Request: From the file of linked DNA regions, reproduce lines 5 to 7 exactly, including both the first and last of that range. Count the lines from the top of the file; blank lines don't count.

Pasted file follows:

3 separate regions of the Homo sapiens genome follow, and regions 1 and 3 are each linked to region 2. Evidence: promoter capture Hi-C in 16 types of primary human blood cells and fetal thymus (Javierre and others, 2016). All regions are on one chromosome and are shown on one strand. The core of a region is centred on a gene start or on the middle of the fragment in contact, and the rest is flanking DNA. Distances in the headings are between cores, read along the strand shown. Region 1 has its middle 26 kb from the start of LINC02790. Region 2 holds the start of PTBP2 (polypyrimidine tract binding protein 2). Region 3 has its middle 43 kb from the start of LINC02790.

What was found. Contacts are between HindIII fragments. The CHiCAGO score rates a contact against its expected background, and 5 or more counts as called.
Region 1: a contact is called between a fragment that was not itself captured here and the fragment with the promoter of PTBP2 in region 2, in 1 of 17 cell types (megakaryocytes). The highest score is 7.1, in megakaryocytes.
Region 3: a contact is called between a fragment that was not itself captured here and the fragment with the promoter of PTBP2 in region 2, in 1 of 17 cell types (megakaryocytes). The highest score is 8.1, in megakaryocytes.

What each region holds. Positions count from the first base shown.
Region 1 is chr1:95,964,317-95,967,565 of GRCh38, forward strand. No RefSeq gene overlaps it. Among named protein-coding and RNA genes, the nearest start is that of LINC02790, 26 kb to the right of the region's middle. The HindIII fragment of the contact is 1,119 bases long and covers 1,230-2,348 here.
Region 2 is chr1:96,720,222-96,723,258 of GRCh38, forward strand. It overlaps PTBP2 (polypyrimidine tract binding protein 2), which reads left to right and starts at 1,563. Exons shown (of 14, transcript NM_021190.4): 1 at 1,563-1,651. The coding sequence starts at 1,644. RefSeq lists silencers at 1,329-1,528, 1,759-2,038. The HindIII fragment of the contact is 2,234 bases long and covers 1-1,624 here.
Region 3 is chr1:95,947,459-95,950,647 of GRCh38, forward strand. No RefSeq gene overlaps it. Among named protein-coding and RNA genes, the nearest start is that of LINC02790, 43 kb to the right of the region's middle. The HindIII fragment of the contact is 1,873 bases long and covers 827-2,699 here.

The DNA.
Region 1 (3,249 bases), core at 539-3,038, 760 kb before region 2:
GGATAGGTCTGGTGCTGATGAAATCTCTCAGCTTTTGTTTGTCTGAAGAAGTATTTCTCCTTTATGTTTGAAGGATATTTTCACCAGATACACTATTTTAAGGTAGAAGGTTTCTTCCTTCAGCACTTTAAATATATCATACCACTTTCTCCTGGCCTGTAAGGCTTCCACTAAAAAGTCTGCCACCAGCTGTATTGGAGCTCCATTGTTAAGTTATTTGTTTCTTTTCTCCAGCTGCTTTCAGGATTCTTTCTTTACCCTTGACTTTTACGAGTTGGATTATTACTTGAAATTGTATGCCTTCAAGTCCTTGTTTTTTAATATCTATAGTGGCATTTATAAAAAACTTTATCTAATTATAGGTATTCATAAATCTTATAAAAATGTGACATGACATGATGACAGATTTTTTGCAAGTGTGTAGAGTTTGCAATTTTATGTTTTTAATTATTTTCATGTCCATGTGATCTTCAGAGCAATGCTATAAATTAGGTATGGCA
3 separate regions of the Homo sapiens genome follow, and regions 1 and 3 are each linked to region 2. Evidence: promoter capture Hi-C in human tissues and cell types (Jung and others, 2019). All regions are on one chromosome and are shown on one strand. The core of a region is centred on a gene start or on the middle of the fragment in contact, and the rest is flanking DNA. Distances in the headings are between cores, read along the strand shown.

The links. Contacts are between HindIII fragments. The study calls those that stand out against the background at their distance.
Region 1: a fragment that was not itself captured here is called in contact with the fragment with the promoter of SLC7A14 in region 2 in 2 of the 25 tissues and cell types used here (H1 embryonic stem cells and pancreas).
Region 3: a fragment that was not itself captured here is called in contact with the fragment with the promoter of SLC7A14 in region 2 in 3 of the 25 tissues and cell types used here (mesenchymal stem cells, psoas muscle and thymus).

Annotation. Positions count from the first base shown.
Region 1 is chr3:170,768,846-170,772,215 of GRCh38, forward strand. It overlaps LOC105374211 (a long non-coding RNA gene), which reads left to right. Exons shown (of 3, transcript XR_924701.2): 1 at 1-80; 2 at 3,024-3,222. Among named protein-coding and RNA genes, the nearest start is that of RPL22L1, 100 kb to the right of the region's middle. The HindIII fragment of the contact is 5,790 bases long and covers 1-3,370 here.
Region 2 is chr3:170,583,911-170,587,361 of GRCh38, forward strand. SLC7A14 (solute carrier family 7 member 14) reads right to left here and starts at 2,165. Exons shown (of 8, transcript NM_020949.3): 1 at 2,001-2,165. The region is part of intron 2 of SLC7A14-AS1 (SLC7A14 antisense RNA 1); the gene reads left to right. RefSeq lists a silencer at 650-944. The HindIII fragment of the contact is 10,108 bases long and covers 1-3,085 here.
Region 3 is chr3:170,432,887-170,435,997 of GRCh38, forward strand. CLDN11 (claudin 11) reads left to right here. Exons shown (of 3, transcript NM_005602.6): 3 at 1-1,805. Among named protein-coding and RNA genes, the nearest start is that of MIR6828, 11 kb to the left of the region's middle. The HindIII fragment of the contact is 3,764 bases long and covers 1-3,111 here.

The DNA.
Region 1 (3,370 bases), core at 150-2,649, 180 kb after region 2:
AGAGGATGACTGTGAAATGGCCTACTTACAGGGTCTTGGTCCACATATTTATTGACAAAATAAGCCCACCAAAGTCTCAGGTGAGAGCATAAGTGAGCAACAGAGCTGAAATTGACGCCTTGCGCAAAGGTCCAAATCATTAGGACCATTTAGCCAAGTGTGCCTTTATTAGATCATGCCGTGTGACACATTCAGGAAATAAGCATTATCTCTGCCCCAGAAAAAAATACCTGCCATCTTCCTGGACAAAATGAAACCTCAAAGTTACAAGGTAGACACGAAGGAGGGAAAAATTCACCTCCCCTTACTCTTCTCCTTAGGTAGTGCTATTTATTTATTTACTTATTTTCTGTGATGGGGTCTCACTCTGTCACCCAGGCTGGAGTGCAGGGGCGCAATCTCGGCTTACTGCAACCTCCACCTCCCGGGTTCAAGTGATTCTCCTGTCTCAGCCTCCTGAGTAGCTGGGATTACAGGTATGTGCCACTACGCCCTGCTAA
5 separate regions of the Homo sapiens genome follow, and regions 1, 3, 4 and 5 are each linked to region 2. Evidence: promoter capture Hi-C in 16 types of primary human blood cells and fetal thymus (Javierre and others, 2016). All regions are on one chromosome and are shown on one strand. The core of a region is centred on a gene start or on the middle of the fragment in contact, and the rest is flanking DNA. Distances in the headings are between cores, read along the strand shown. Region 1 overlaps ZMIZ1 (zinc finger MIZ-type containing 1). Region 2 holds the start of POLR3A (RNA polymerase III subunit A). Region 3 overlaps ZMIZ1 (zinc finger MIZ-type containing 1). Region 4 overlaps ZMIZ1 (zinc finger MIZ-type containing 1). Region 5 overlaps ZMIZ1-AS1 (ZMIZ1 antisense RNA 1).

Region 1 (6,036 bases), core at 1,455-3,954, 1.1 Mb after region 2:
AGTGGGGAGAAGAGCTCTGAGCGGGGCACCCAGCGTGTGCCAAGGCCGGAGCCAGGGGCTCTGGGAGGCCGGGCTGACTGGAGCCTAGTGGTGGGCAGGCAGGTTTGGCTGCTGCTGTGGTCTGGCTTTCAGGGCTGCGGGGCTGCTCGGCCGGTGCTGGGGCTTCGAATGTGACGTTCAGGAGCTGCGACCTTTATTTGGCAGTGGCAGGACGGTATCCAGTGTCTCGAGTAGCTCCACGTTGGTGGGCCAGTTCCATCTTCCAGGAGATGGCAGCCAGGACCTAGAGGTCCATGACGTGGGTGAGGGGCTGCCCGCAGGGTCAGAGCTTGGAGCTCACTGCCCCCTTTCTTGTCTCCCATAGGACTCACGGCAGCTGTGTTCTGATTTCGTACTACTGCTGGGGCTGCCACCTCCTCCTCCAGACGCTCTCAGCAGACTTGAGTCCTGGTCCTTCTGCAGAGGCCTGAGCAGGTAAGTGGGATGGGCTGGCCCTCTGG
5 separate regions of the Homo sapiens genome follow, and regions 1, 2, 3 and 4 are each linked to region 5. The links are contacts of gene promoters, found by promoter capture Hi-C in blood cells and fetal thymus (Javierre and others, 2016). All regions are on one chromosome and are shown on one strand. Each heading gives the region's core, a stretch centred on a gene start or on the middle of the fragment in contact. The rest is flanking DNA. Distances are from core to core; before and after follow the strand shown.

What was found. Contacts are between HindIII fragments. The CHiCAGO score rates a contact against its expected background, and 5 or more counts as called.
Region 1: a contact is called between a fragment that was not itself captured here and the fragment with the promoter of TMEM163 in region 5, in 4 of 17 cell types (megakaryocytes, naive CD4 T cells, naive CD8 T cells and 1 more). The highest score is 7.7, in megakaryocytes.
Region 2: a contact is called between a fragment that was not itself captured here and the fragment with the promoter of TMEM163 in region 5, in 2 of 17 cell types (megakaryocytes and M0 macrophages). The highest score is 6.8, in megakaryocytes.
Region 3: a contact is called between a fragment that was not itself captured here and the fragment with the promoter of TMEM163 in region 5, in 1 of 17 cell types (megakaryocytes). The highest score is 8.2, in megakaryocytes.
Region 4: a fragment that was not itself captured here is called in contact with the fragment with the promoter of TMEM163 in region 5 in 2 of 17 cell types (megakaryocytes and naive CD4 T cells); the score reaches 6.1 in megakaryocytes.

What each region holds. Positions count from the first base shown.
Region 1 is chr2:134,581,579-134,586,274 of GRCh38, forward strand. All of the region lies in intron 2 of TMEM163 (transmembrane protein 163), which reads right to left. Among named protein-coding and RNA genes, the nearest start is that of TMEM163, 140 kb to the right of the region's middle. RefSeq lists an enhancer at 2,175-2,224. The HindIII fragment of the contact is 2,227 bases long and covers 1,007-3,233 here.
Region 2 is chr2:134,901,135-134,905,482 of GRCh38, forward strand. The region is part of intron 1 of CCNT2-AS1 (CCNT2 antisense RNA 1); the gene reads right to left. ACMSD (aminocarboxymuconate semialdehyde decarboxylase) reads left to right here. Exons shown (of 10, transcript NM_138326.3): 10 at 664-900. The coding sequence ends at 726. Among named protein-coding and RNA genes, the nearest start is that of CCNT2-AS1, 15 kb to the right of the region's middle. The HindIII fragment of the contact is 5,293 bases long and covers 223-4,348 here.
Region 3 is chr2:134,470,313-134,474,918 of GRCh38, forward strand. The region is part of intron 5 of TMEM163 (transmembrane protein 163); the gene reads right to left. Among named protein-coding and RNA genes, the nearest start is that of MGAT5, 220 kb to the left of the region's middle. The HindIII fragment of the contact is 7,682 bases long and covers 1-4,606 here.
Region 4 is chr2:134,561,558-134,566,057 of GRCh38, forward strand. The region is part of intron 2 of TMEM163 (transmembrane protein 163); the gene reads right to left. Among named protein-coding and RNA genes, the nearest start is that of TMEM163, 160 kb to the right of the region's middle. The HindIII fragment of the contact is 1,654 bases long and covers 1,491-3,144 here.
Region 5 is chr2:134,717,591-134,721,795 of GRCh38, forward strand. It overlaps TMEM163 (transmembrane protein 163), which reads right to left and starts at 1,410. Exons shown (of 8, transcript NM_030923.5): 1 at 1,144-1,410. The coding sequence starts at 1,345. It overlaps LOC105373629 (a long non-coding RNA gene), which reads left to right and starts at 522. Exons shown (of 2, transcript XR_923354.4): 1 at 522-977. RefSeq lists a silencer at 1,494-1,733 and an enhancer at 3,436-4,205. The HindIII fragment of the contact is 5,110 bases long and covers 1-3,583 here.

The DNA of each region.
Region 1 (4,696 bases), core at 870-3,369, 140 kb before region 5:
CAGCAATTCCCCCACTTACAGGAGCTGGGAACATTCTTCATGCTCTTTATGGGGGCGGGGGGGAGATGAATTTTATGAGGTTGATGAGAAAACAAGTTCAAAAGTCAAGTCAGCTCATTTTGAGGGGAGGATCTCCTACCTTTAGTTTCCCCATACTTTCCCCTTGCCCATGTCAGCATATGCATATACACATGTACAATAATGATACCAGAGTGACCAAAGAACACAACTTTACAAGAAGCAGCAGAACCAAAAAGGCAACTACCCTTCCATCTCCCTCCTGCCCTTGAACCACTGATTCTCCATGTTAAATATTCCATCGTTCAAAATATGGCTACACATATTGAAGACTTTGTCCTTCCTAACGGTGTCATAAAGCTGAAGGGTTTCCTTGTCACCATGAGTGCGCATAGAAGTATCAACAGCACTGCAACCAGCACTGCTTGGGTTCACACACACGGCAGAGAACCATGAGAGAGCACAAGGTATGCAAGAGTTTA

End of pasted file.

What each region holds. Positions count from the first base shown.
Region 1 is chr1:95,964,317-95,967,565 of GRCh38, forward strand. No RefSeq gene overlaps it. Among named protein-coding and RNA genes, the nearest start is that of LINC02790, 26 kb to the right of the region's middle. The HindIII fragment of the contact is 1,119 bases long and covers 1,230-2,348 here.
Region 2 is chr1:96,720,222-96,723,258 of GRCh38, forward strand. It overlaps PTBP2 (polypyrimidine tract binding protein 2), which reads left to right and starts at 1,563. Exons shown (of 14, transcript NM_021190.4): 1 at 1,563-1,651. The coding sequence starts at 1,644. RefSeq lists silencers at 1,329-1,528, 1,759-2,038. The HindIII fragment of the contact is 2,234 bases long and covers 1-1,624 here.